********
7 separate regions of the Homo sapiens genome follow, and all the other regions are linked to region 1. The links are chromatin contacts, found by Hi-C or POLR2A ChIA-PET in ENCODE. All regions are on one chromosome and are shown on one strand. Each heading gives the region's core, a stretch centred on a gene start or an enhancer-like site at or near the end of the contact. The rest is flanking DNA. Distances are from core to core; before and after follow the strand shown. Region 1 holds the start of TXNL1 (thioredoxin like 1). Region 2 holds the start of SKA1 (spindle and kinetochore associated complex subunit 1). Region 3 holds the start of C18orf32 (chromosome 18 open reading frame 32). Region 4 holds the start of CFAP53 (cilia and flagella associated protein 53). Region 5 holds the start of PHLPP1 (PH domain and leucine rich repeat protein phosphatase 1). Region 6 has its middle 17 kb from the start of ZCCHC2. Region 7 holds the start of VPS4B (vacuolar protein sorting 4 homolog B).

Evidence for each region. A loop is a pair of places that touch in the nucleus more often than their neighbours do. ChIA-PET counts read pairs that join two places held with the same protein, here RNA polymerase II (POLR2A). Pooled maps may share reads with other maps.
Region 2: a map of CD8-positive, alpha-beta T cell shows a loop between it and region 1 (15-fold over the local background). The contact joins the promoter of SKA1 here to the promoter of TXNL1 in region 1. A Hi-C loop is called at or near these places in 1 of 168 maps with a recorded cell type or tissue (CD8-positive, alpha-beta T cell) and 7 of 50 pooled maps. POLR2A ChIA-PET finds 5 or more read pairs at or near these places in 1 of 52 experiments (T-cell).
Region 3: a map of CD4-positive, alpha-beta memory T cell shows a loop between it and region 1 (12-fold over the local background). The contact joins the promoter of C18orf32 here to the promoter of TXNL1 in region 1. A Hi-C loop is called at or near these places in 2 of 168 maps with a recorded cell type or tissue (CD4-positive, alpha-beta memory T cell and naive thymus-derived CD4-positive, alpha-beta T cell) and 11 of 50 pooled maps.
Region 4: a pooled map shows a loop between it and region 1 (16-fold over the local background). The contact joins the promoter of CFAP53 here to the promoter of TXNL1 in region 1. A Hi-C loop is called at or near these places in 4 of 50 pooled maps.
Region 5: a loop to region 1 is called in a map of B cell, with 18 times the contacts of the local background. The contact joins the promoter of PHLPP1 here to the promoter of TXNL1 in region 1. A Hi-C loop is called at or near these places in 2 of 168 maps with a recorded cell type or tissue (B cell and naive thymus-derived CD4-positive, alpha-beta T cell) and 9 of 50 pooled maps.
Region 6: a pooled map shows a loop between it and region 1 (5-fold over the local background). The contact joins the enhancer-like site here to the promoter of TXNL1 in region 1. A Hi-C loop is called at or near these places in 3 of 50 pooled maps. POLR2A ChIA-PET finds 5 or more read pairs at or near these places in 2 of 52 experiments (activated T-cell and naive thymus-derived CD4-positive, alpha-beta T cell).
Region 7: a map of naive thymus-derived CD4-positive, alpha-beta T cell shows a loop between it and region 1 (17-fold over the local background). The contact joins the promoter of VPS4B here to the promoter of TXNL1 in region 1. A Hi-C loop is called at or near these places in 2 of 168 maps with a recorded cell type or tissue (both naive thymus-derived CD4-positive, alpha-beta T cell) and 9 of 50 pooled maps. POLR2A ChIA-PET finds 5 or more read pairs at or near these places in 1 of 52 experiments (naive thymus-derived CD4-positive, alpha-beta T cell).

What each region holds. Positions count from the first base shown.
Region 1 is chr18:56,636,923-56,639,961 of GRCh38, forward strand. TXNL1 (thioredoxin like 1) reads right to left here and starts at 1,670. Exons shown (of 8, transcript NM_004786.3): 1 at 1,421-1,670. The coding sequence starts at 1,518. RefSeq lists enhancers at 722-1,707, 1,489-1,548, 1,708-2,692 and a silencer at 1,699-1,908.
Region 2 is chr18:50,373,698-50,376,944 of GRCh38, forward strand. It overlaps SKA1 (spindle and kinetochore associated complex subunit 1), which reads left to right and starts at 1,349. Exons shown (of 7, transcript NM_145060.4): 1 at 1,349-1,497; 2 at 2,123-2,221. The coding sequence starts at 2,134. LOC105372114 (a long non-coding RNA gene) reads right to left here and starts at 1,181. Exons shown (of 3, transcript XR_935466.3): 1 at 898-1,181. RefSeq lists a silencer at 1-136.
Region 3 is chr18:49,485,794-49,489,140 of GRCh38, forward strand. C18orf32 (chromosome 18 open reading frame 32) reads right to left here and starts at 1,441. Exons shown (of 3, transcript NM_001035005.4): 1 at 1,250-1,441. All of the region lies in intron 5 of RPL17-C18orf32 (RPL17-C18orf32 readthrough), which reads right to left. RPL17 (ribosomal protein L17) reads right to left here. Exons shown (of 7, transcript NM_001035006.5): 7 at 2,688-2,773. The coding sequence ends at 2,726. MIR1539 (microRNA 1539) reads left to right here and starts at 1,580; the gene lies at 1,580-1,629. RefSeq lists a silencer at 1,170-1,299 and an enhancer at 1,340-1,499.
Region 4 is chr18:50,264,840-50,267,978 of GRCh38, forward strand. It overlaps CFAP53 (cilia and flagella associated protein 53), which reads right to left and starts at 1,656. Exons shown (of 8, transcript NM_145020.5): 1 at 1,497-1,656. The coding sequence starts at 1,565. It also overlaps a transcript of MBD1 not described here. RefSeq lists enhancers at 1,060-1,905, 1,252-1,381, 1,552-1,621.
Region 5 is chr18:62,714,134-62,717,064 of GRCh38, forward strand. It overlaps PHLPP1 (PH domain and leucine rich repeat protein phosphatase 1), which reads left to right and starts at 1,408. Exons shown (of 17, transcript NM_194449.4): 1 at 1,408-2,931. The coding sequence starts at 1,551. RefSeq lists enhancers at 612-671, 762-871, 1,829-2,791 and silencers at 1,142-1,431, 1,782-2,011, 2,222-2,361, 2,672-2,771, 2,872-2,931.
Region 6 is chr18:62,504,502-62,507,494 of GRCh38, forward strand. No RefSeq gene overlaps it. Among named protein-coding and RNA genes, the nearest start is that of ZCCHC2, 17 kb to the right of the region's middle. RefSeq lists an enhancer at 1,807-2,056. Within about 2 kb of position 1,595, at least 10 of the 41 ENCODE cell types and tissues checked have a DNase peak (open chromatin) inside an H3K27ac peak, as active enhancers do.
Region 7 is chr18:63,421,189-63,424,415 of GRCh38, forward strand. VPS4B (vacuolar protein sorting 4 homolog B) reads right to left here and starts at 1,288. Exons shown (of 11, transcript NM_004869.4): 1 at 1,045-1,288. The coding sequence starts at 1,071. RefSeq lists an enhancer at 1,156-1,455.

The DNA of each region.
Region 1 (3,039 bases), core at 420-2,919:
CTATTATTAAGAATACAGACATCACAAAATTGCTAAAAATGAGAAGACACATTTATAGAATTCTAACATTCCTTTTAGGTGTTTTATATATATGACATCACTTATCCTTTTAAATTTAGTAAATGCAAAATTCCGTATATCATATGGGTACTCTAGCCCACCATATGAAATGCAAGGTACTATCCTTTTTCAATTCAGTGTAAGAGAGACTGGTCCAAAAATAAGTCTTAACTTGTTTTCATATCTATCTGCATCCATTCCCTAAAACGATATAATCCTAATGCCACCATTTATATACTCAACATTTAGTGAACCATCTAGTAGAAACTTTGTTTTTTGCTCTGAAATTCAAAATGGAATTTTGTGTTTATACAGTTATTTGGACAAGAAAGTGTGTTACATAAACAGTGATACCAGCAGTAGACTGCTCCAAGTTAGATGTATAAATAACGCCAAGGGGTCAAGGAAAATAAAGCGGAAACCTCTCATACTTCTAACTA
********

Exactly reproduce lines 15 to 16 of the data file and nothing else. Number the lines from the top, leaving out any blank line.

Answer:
Region 6 is chr18:62,504,502-62,507,494 of GRCh38, forward strand. No RefSeq gene overlaps it. Among named protein-coding and RNA genes, the nearest start is that of ZCCHC2, 17 kb to the right of the region's middle. RefSeq lists an enhancer at 1,807-2,056. Within about 2 kb of position 1,595, at least 10 of the 41 ENCODE cell types and tissues checked have a DNase peak (open chromatin) inside an H3K27ac peak, as active enhancers do.
Region 7 is chr18:63,421,189-63,424,415 of GRCh38, forward strand. VPS4B (vacuolar protein sorting 4 homolog B) reads right to left here and starts at 1,288. Exons shown (of 11, transcript NM_004869.4): 1 at 1,045-1,288. The coding sequence starts at 1,071. RefSeq lists an enhancer at 1,156-1,455.